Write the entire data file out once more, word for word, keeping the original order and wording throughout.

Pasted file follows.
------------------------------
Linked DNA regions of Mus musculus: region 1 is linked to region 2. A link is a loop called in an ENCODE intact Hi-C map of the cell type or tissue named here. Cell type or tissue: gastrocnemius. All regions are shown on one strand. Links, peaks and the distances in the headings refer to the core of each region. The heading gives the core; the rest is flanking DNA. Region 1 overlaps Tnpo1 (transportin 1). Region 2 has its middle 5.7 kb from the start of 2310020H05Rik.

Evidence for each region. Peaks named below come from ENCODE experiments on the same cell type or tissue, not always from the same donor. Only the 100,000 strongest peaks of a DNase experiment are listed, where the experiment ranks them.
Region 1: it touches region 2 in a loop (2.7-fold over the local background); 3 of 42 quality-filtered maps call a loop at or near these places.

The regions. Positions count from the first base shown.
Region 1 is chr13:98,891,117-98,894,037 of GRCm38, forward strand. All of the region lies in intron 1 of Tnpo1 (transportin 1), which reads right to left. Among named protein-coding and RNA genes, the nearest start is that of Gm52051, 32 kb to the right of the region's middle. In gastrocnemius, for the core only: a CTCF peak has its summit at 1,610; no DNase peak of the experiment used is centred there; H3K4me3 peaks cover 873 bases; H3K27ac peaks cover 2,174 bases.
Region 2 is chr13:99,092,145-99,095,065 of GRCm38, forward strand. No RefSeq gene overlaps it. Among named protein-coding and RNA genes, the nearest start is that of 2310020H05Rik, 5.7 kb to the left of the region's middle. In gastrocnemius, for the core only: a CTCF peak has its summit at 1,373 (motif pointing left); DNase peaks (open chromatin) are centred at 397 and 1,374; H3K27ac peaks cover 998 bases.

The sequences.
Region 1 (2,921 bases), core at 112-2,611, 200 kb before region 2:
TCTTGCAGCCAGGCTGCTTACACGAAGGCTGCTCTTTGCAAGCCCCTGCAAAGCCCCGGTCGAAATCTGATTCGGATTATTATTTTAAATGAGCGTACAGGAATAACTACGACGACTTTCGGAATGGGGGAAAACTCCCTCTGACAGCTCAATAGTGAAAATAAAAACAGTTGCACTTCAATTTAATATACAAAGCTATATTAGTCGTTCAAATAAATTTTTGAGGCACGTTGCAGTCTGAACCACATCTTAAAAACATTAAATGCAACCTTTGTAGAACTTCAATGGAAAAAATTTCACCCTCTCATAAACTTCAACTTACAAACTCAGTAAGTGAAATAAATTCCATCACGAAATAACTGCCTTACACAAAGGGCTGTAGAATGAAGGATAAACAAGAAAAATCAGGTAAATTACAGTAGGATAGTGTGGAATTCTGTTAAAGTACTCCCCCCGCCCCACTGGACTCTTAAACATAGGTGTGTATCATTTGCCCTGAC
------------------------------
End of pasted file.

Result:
Linked DNA regions of Mus musculus: region 1 is linked to region 2. A link is a loop called in an ENCODE intact Hi-C map of the cell type or tissue named here. Cell type or tissue: gastrocnemius. All regions are shown on one strand. Links, peaks and the distances in the headings refer to the core of each region. The heading gives the core; the rest is flanking DNA. Region 1 overlaps Tnpo1 (transportin 1). Region 2 has its middle 5.7 kb from the start of 2310020H05Rik.

Evidence for each region. Peaks named below come from ENCODE experiments on the same cell type or tissue, not always from the same donor. Only the 100,000 strongest peaks of a DNase experiment are listed, where the experiment ranks them.
Region 1: it touches region 2 in a loop (2.7-fold over the local background); 3 of 42 quality-filtered maps call a loop at or near these places.

The regions. Positions count from the first base shown.
Region 1 is chr13:98,891,117-98,894,037 of GRCm38, forward strand. All of the region lies in intron 1 of Tnpo1 (transportin 1), which reads right to left. Among named protein-coding and RNA genes, the nearest start is that of Gm52051, 32 kb to the right of the region's middle. In gastrocnemius, for the core only: a CTCF peak has its summit at 1,610; no DNase peak of the experiment used is centred there; H3K4me3 peaks cover 873 bases; H3K27ac peaks cover 2,174 bases.
Region 2 is chr13:99,092,145-99,095,065 of GRCm38, forward strand. No RefSeq gene overlaps it. Among named protein-coding and RNA genes, the nearest start is that of 2310020H05Rik, 5.7 kb to the left of the region's middle. In gastrocnemius, for the core only: a CTCF peak has its summit at 1,373 (motif pointing left); DNase peaks (open chromatin) are centred at 397 and 1,374; H3K27ac peaks cover 998 bases.

The sequences.
Region 1 (2,921 bases), core at 112-2,611, 200 kb before region 2:
TCTTGCAGCCAGGCTGCTTACACGAAGGCTGCTCTTTGCAAGCCCCTGCAAAGCCCCGGTCGAAATCTGATTCGGATTATTATTTTAAATGAGCGTACAGGAATAACTACGACGACTTTCGGAATGGGGGAAAACTCCCTCTGACAGCTCAATAGTGAAAATAAAAACAGTTGCACTTCAATTTAATATACAAAGCTATATTAGTCGTTCAAATAAATTTTTGAGGCACGTTGCAGTCTGAACCACATCTTAAAAACATTAAATGCAACCTTTGTAGAACTTCAATGGAAAAAATTTCACCCTCTCATAAACTTCAACTTACAAACTCAGTAAGTGAAATAAATTCCATCACGAAATAACTGCCTTACACAAAGGGCTGTAGAATGAAGGATAAACAAGAAAAATCAGGTAAATTACAGTAGGATAGTGTGGAATTCTGTTAAAGTACTCCCCCCGCCCCACTGGACTCTTAAACATAGGTGTGTATCATTTGCCCTGAC